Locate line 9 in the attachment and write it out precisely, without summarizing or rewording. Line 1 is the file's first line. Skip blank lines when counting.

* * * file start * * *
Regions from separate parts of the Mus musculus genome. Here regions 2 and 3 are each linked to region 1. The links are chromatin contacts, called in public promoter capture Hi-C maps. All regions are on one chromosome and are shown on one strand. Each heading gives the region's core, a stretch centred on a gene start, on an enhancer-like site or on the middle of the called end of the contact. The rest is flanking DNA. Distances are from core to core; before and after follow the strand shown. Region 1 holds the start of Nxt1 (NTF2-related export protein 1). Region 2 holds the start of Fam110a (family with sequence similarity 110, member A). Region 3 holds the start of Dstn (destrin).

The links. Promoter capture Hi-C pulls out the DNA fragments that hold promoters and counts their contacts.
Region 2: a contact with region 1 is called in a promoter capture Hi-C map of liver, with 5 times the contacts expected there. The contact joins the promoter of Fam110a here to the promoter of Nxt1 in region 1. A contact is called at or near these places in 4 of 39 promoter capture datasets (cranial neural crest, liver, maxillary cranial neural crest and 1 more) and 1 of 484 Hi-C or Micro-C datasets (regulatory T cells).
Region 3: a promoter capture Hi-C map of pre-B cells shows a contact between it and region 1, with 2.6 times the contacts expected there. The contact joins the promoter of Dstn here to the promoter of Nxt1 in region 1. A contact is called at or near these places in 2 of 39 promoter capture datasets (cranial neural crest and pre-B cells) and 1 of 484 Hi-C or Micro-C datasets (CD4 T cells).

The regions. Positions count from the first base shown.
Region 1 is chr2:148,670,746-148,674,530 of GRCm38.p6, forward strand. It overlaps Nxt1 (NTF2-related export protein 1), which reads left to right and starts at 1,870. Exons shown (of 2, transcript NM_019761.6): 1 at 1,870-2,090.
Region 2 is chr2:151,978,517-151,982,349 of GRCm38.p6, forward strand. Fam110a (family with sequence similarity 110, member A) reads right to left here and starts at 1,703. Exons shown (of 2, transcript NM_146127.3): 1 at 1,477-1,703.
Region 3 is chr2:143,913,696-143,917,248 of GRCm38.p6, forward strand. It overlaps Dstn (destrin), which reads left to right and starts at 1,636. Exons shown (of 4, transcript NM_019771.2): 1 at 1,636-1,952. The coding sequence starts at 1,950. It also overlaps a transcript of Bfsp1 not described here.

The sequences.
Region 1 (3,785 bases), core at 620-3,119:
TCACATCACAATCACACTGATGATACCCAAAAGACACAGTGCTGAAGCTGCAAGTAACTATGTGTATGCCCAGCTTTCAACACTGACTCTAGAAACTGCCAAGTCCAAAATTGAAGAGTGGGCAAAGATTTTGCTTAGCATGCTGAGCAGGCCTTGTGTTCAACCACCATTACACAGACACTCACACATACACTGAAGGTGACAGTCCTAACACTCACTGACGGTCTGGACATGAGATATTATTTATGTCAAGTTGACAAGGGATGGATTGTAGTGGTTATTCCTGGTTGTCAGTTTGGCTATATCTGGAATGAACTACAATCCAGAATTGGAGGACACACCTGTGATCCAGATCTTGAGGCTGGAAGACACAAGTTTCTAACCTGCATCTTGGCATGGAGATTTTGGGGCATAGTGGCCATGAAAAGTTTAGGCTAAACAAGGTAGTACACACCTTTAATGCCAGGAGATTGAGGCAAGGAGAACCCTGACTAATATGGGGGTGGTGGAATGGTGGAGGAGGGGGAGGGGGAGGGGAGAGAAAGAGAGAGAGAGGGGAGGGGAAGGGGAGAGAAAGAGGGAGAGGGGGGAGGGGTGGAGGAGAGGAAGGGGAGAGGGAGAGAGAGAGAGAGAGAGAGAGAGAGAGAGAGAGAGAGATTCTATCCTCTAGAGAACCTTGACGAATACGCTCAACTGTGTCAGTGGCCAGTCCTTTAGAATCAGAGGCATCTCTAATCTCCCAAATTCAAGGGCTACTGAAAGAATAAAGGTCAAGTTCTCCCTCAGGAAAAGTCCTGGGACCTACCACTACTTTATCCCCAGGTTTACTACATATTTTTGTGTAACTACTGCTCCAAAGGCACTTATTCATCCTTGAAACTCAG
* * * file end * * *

The sequences.